Joe Courtney

Hartford: 1000 people show up for free healthcare clinic

I was watching Countdown last night and Keith Olbermann had said
that 1000 people got free healthcare at the clinic in Hartford. Most of
them had not had access to a Doctor in years. Whether it was the
unemployed, the underemployed, the working poor.
The common thread
among them all is that access to medical professionals is beyond their
financial  reach because of our completely broken healthcare insurance
for profit. MSNBC's Ed Schultz broadcast from there yesterday, their
network had organized the fund raising for this effort, and he had some
harsh words for the politicians that are ignoring these people that are
in dire straights.

Lives were saved because of this.

Howard Dean Tears Healthcare Bill a New One

From Howard Dean's WaPo Op Ed and after suggesting the Senate needs to kill this bill if they are not going to fix the real problems:

Real health-care reform is supposed to eliminate discrimination based
on preexisting conditions. But the legislation allows insurance
companies to charge older Americans up to three times as much as
younger Americans, pricing them out of coverage. The bill was supposed
to give Americans choices about what kind of system they wanted to
enroll in. Instead, it fines Americans if they do not sign up with an
insurance company, which may take up to 30 percent of your premium
dollars and spend it on CEO salaries -- in the range of $20 million a
year -- and on return on equity for the company's shareholders. Few
Americans will see any benefit until 2014, by which time premiums are
likely to have doubled. In short, the winners in this bill are
insurance companies; the American taxpayer is about to be fleeced with
a bailout in a situation that dwarfs even what happened at AIG.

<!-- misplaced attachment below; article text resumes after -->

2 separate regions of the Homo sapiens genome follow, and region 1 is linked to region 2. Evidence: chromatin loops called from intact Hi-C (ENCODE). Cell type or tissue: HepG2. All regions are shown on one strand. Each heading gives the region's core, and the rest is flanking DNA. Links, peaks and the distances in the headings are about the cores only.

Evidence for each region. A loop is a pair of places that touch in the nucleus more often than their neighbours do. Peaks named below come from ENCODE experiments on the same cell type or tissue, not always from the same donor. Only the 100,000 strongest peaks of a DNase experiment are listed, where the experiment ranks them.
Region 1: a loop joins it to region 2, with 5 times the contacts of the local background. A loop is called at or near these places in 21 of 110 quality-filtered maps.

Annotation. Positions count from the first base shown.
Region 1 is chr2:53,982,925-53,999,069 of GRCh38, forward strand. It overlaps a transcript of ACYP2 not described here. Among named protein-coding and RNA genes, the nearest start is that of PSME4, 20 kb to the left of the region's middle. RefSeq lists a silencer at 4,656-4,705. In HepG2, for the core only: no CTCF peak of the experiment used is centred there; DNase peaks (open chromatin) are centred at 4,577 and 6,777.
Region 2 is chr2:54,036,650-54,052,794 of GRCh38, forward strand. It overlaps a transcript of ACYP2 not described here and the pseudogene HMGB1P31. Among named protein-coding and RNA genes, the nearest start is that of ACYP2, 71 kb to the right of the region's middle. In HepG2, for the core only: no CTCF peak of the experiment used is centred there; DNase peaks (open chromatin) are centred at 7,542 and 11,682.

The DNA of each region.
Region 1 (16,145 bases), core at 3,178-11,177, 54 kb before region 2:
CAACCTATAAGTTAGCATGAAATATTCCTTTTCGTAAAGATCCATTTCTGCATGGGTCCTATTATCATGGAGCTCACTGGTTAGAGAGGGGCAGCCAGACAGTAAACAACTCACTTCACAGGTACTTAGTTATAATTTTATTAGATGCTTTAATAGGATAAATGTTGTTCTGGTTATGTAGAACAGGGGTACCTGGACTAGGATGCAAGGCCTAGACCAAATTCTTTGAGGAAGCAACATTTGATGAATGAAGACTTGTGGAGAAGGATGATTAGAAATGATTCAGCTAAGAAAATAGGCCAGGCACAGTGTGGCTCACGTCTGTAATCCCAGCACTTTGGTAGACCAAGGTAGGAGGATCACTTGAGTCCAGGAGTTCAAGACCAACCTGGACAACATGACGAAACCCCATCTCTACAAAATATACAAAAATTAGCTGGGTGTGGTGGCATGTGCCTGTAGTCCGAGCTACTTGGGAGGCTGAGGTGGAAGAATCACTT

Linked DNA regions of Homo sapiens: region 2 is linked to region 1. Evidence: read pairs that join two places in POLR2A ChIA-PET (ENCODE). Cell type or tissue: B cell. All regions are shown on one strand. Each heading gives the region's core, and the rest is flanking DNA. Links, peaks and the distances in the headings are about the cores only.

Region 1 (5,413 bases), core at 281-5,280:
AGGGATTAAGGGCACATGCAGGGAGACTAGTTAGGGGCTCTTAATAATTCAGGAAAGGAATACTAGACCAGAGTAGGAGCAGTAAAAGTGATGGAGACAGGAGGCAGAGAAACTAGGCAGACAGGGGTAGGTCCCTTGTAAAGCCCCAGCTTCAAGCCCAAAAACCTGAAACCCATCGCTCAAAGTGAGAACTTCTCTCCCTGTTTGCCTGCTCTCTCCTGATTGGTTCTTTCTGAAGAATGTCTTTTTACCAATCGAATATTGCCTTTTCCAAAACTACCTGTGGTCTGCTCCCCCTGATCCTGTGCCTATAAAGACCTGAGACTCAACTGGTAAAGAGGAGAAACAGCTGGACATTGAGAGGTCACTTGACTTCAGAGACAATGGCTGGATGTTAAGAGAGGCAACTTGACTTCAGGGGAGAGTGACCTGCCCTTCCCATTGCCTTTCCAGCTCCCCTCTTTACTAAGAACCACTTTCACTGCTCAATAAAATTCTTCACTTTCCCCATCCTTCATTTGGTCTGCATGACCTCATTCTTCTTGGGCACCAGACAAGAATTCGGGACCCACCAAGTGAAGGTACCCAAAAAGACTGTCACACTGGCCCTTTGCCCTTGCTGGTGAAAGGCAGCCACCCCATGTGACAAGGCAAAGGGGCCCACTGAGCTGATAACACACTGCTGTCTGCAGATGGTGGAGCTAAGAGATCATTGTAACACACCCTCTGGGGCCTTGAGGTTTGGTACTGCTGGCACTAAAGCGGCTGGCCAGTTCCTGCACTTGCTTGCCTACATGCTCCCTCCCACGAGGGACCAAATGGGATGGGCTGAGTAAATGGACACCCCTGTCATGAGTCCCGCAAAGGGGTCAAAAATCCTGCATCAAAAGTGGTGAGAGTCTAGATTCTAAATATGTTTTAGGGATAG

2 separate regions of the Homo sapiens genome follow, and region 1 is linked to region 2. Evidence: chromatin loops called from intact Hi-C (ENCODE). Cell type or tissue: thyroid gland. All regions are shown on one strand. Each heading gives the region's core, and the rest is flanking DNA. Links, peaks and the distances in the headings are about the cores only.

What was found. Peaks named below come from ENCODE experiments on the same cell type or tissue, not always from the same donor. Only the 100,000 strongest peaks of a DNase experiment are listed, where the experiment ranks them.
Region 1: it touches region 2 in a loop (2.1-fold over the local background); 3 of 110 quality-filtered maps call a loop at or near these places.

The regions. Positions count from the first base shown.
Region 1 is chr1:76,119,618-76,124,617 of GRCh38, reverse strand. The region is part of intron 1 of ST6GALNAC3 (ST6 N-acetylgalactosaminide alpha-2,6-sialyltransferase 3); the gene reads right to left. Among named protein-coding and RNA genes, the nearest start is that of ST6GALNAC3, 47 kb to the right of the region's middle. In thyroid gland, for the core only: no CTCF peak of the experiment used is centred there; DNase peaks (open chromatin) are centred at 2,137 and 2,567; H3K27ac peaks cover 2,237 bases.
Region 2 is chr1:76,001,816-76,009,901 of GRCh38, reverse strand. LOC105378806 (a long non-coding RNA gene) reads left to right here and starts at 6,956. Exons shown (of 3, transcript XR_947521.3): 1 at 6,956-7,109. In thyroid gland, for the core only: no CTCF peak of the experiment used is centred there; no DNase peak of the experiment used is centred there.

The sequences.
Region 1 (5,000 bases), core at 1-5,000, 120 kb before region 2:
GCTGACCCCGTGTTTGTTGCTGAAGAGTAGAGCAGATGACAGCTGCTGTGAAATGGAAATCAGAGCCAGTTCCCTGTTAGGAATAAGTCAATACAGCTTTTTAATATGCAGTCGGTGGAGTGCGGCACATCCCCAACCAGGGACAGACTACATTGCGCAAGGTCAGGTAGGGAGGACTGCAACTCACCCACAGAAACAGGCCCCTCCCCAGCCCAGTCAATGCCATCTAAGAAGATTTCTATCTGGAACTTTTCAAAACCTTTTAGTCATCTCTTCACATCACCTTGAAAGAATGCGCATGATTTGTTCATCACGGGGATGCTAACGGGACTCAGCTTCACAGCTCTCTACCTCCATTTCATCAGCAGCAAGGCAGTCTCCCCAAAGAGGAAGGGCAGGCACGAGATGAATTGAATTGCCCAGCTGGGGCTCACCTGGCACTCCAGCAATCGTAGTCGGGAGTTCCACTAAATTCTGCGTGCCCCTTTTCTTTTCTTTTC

From the very beginning of this debate, progressives have argued that a
public option or a Medicare buy-in would restore competition and hold
the private health insurance industry accountable. Progressives
understood that a public plan would give Americans real choices about
what kind of system they wanted to be in and how they wanted to spend
their money. Yet Washington has decided, once again, that the American
people cannot be trusted to choose for themselves. Your money goes to
insurers, whether or not you want it to.

To be clear, I'm not giving up on health-care reform. The
legislation does have some good points, such as expanding Medicaid and
permanently increasing the federal government's contribution to it. It
invests critical dollars in public health, wellness and prevention
programs; extends the life of the Medicare trust fund; and allows young
Americans to stay on their parents' health-care plans until they turn
27. Small businesses struggling with rising health-care costs will
receive a tax credit, and primary-care physicians will see increases in
their Medicare and Medicaid reimbursement rates.

More constructive criticism, including last night's Special Comment from KO, below the fold because, honestly, this Bill resembles an insurance corporation dump on the Senate floor that needs to be flushed:

Petition to support H.R. 2833, The Preexisting Condition Exclusion Patient Protection Act

eMail from Congressman Joe Courtney's office requesting signatures:

Dear Friends,
You all know the statistics--an estimated 47 million Americans lack health insurance. What you may not be aware of is that this problem is worsened by health insurance discrimination.

Each year, millions of Americans are denied health insurance due to a pre-existing condition. Disqualifying conditions can range from such serious illnesses as heart disease and cancer to such routinely treatable conditions as acne and asthma.